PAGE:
It's the same reason "Messianic Christians" and Jews pray in Hebrew (not even using it day to day in the 1st century, it having been replaced by Aramaic), Orthodox pray in Greek, and Muslims pray in Arabic. There's something about an original language going back to the early days of a religion -- even if, in this case, it was the language of the empire it overthrew through patience. To use a Hebrew example, there's simply something mysterious about saying, "Shema, Israel, Adonai Eloheinu..." "Hear, Israel The Lord is Our God" just doesn't have the same je ne sais quoi. There's something really cool about hearing the Our Father in Aramaic because it's highly likely that would have been the language in which Christ gave it to the Apostles rather than Hebrew:


It has a poetic element to it. Rhythmic and rhyming -- similar to the Arabic poetry I've heard. You simply don't get that in the received English translation, and in many ways not in the Latin (but you do get it in the prayers originally written in Latin).

Latin is the language of the Church, but instruction in Latin is far from universal.  Most children do not learn it in school.  I don't think there was ever a time in history where learning Latin was available to everyone.  There might be some traditional catholic parishes here and there that offer it to their parishioners but I'd consider that the exception and not the rule.  While it might be part of our patrimony, you have to seek it out if you want to learn it and it isn't usually taught as part of a catechism program, from what seen

It was routinely taught in Catholic high schools, dropped from the curriculum 30 - 40 years ago and is being added back...
Title: Re: Rosary in Latin-Credo question
Post by: aquinas138 on May 15, 2017, 10:58:26 PM


I'm curious how close this would have been to the original; nailing down Christ's dialect isn't as easy as some think. I'm used to the Syriac versions, but it's fairly similar and quite intelligible, but obviously without certain Syriac peculiarities, e.g., they say yitqadesh instead of Syriac netqadash. I'm curious about why they omit the doxology; it is in the Peshitta and in universal use among Syriac Christians. I wonder if this is a back-translation from Greek?
Title: Re: Rosary in Latin-Credo question
Post by: Gardener on May 15, 2017, 11:20:20 PM
Unsure. As far as pronunciation, that's true, but certainly closer than say, "Our Father..." :)
Title: Re: Rosary in Latin-Credo question
Post by: Jon Paul on May 17, 2017, 10:04:44 AM
When is a Rosary officially complete? [...] Among these, which are necessary to confect a legitimate Rosary?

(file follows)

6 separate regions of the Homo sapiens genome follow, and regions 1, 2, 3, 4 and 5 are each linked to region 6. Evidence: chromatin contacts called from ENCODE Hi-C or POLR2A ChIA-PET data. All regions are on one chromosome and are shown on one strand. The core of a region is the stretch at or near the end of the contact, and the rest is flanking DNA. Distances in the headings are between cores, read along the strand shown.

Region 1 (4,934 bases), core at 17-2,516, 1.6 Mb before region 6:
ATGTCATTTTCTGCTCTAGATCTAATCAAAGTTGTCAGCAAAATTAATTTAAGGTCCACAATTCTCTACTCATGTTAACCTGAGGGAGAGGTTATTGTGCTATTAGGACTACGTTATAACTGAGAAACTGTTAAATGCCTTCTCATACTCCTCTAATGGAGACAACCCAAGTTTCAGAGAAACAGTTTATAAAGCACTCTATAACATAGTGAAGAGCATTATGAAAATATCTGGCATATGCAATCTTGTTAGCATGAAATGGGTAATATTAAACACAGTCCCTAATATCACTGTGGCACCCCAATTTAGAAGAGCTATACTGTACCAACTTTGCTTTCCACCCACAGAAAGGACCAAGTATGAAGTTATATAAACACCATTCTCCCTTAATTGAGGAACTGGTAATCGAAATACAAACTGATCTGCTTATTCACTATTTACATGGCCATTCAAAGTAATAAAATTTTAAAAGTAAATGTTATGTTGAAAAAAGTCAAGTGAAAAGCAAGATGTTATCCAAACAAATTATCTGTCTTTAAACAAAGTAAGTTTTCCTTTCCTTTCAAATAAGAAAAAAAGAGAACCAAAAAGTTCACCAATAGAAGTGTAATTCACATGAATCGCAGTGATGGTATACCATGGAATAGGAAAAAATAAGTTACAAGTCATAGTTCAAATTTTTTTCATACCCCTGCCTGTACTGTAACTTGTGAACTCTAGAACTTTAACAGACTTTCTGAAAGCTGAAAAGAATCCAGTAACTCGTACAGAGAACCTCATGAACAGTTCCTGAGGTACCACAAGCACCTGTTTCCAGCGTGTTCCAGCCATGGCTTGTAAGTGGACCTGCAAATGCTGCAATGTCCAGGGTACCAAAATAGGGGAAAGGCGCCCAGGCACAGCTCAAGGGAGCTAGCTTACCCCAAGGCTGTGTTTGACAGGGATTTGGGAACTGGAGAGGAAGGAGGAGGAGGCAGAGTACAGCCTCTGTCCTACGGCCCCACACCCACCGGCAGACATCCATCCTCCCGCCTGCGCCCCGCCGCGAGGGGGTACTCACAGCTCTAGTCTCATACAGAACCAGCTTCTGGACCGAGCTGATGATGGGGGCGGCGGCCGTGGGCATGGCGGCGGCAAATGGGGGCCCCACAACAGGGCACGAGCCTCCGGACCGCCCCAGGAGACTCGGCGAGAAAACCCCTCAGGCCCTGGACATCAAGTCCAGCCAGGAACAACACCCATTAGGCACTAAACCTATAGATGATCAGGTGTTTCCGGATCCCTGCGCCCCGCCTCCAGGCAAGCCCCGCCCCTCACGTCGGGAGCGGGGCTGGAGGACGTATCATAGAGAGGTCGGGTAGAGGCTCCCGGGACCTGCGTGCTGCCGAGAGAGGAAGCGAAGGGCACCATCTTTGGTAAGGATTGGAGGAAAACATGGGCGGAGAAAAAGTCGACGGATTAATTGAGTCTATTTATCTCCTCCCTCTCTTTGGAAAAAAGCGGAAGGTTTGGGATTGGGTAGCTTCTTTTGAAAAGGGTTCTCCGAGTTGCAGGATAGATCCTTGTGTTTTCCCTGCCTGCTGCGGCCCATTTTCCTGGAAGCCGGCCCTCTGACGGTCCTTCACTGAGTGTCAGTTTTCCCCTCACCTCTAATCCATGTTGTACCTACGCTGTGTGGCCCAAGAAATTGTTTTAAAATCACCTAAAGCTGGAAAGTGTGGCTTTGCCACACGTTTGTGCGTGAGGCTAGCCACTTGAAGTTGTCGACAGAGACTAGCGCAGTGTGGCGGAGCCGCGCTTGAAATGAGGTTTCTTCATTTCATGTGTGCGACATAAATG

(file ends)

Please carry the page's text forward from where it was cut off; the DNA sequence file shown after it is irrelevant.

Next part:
The rosary begins with the first of 15 Our Fathers, and ends with the 150th Hail Mary.  A decade of the rosary consists of 1 Our Father and 10 Hail Marys whilst meditating upon one of the 15 mysteries in the lives of Jesus and Mary.

Everything else is window dressing.  The Glory be, the Creed, the Salve, the Holy Michael prayer, etc., are all pious customs and traditions that grew up through the centuries.
Title: Re: Rosary in Latin-Credo question
Post by: Jon Paul on May 17, 2017, 10:16:18 AM
IF the homeschoolers are studying Latin and mastering it, that's one thing.  If, however, the extent of Latin goes to rote memorization, then I argue that's not how you should be 'doing' personal or private prayer.  Prayer time is not 'reinforce study time', prayer time is not 'buffer your skills' time, it's time to pray and commune with Our Lord.

But there are different types of prayer.  There's vocal prayer and mental prayer, and vocal prayer itself has different levels of attention attached to it.  Whether you say "Requiem aeternam dona eis.." or "Eternal rest grant unto them..." having a general idea of what you're praying for is efficacious and salutary.  The vernacular version can only assist with a deeper subjective relating to the words and meaning, but a simple comparison of the two versions would be sufficient to know what you're praying for.  Whereas the use of the Latin form would add the further benefit of using words hallowed by centuries upon centuries of usage.

There's an added benefit to the Latin as well which is that there's no real fixed standards even within given nations with vernacular prayers.  The Our Father, Hail Mary, Glory be, the Credo, the Hail Holy Queen, and Bless us, O Lord, are generally consistent.  But how many translations of the Memorare, the Holy Michael Archangel prayer, the Regina Caeli, the Eternal rest, and the Psalms themselves exist?  I can't say the Holy Michael Archangel prayer in any American parish because its in a translation which is so jarringly different from the one I learned.  Even praying "may the souls of the faithful departed..." is slightly different for myself and what my in-laws pray.  The use of a standardized Latin, one standardized over centuries of usage, is a great aid.  And these prayers are all simple enough to understand what they mean from an understanding of the vernacular.

Just don't try to do your Spiritual Exercises of Saint Ignatius in Latin if you're not fluent!